At Grand Station, artist Mark Lere’s project “Who, What, Where?” consists of a series of images sandblasted into the platform pavement.
Twelve Venetian glass mosaic panels installed at the Pacific Station have been designed by artist June Edmonds and are titled, We Know Who We Are.
Thomas Eatherton’s “Unity” located on the A Line (Blue) tunnel walls between 7th Street/Metro Center Station and Pico Station was the first art work to be installed in the system.
With Twelve Principles, Joe Lewis seeks to emphasize shared values that exist in a world full of differences.
Robin Brailsford’s Time and Presence at Pico Station examines the disparity between human scale and the vastness of the earth and the cosmos.
Installed at eye level along the platform walls of 7th/Metro Center Station, Joyce Kozloff’s two long and narrow hand painted ceramic tile murals, The Movies: Fantasies, and The Movies: Spectacles, resemble an unfolding film strip.
At the two levels of Slauson Station, artist collaborative group East Los Streetscapers examines the culture and history of the neighborhood of the station in “South Central Suite.”
A new series of sculptural parasols titled “Second Line” by artists Jamex and Einar de la Torre front the new Rosa Parks Customer Center and offer shade and enjoyment for the community at future events.
A mythical continuous stream winds through Magic Johnson Park alongside the local icons and characters who serve as hallmarks of a place in which the artist finds “home.”
Contributing to the excitement and energy of the station is “Running for the Blue Line” by Elliott Pinkney, a group of three metal cut out figures that gives the work its name and captures the hard-working spirit of this industrial community.
The artist team- Kipp Kobayashi, Noel Korten and Marta Perlas, AIA – created seating environments that produce a strong visual and functional experience for Metro riders at 7th/Metro Center Station, influenced by historic Batchelder tiles in the nearby Fine Arts Building.
At Willowbrook/Rosa Parks Station, artists Michael Massenburg and Robin Strayhorn created 5 seating areas out of concrete and ceramic tile, each seat honoring an important year in the life of Rosa Parks.
“Out of Sight” by Merge Conceptual Design at Willow Street Station consists of a stunning glass canopy and concrete benches. The translucent glass panels are slanted to depict a photo image of a willow tree in the south direction, and a photo image of the web of catenary wires that power the rail system as seen from the north direction.
Local Odysseys, Terry Braunstein’s project for the Anaheim Station, is a series of fourteen photo-montages that have been fabricated into porcelain enamel panels dealing with community, values, and travel.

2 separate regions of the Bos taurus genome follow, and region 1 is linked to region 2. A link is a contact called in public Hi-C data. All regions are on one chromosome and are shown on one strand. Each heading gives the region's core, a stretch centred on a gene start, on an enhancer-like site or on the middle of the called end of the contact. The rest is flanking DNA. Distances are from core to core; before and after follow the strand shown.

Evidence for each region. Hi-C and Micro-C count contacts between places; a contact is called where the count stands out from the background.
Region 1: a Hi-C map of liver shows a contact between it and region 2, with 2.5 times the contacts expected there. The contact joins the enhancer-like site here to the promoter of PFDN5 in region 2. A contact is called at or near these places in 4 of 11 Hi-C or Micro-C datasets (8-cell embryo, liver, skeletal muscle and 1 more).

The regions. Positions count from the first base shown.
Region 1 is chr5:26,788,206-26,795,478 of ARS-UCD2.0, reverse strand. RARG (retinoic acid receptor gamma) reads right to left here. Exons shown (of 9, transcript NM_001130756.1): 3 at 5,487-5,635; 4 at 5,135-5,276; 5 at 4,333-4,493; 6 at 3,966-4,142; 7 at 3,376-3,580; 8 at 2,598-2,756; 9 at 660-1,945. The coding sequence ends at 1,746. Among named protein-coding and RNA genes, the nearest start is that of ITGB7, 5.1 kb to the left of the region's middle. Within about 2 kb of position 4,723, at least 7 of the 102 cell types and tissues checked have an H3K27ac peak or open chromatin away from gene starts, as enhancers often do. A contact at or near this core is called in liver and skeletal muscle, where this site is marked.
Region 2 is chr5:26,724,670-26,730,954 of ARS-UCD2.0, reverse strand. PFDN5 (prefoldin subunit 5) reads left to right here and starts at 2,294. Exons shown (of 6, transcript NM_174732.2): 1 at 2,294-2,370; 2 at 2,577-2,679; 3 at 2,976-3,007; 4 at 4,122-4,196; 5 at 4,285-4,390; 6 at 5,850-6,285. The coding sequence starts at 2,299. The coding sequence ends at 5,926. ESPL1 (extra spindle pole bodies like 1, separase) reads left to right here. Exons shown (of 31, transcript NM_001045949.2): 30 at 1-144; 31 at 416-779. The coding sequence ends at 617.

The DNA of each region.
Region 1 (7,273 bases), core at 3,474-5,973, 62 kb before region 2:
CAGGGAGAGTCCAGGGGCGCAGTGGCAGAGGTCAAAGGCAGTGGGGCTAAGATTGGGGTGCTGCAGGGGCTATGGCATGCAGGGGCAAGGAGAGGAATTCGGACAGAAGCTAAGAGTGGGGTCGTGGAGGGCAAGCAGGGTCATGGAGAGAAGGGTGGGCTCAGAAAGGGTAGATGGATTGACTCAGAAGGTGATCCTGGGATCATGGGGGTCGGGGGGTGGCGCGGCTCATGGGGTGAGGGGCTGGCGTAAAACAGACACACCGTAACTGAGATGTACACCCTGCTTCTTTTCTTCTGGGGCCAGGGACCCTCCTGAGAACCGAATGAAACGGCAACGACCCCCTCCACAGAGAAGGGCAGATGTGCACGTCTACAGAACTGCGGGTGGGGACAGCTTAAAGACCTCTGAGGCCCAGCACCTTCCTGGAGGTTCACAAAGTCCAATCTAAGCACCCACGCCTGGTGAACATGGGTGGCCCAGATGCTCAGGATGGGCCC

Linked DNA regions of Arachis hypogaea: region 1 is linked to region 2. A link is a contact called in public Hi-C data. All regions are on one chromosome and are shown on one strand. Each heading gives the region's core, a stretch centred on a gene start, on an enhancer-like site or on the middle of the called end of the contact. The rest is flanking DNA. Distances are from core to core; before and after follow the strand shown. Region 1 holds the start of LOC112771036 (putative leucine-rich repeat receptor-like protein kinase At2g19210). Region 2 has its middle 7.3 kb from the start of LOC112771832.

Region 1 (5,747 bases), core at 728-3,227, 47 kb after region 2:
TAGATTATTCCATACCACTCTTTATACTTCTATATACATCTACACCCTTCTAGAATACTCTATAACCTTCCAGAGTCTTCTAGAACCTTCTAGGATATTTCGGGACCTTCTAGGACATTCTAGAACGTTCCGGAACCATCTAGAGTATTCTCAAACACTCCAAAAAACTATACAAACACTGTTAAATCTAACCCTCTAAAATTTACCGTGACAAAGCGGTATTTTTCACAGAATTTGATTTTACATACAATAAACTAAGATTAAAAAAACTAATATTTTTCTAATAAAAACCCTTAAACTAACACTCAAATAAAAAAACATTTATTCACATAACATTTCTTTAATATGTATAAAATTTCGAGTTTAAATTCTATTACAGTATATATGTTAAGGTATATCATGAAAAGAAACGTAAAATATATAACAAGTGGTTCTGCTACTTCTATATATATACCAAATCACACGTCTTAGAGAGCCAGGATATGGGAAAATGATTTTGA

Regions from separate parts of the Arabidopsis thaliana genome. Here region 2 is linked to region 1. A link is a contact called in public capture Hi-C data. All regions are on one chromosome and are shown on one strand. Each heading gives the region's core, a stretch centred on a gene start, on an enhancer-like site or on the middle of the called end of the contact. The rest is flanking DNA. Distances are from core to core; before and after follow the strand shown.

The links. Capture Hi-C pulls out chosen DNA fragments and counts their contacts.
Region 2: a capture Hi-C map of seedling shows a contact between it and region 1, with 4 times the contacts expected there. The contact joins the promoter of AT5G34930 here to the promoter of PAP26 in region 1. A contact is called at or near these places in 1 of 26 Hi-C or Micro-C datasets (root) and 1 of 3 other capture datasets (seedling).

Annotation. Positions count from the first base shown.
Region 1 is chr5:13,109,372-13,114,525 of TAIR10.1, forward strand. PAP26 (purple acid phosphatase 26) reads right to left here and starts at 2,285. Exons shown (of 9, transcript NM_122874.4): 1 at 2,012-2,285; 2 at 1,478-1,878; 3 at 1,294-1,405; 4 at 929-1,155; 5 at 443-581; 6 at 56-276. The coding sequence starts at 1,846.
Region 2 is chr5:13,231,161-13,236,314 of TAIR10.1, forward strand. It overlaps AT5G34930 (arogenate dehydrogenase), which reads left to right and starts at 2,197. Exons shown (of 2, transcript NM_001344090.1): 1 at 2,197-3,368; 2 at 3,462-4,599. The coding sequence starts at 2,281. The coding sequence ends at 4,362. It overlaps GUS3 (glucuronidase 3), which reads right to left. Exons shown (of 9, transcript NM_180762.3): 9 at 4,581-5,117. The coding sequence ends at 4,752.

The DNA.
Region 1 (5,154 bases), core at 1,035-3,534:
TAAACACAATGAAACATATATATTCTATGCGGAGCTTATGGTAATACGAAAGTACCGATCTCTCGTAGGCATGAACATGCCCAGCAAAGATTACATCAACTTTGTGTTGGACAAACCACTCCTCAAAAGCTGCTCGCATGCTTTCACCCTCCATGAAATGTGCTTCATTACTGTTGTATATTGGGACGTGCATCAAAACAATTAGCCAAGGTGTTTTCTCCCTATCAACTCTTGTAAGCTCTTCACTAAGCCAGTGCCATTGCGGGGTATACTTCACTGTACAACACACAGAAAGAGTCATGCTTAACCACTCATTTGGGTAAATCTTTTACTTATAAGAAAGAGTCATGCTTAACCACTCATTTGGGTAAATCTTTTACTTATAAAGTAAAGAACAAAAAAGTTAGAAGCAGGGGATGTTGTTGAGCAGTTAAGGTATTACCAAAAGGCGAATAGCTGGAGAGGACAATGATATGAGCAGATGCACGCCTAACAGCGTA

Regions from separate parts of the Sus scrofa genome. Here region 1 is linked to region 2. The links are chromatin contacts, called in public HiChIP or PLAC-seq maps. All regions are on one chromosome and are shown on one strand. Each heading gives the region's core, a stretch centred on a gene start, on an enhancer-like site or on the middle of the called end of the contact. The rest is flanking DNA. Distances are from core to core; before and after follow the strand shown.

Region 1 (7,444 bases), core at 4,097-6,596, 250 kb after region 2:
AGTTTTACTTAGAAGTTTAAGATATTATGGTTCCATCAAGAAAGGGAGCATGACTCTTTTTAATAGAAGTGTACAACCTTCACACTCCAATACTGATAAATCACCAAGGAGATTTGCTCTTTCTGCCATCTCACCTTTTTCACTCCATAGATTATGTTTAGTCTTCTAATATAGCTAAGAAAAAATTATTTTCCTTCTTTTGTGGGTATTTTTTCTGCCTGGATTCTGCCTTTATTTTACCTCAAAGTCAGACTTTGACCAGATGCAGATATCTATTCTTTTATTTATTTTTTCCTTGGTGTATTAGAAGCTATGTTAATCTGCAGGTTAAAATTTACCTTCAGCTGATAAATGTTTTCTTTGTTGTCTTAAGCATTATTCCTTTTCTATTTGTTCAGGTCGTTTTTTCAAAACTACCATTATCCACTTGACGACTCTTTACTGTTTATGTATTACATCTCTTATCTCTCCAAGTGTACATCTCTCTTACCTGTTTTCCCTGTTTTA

Rowe’s installation at San Pedro Station employs a variety of elements honoring the struggle to succeed of the many immigrant groups in the neighborhood.
Located above the escalator at the Hope Street entrance to the Metro Center Station, “Heaven to Earth” is a ceramic tile triptych with strong allegorical content.
Jacqueline Dreager’s work for Wardlow Station, Great Gathering Place, takes its title from Puvunga, the Chumash name for this area
Jim Isermann’s Failed Ideals is composed of six stained-glass windows installed into the portholes of the station pylons.
Mendoza designed colorful and dynamic ceramic work as the finish of the columns on the lower level of Firestone Station where passengers make bus/rail connections.
Colin Gray created a decorative cast-stone cartwheel of approximately nine feet in diameter which is placed upright in the center of the station platform.
Eva Cockcroft’s ceramic tile murals examine the Compton area’s past, present, and future, with particular emphasis on the arrival of the various ethnic groups (African American, Latino and Samoan) that have contributed to the character of the city.
Paul Tzanetopoulos has long been fascinated by the seemingly infinite variety of pattern in cultural artifacts, often evident in textile designs. In this project, Breezy and Delightful , the artist focuses on designs which reflect the unique cultural heritage of the many groups that live and work in Long Beach.
“Blue Line Totems in Red” is Roberto Salas’s tribute to the historic Red Cars of the Pacific Electric Railway. The key element of the project is a series of red “totems” mounted on the platform columns and perforated with designs taken from the 1,100 unique shapes used by conductors to punch tickets on the old Red Cars.
Blue Line Oasis consists of several art elements. A large mosaic and stone “well” greets passengers as they enter the station.
Patrick Mohr’s “Angel Train” is a metaphor for the spiritual journey we all take during the course of our lives, merging the architectural past of downtown Long Beach and the journey of the commuter with the invisible poetic world of fantasy.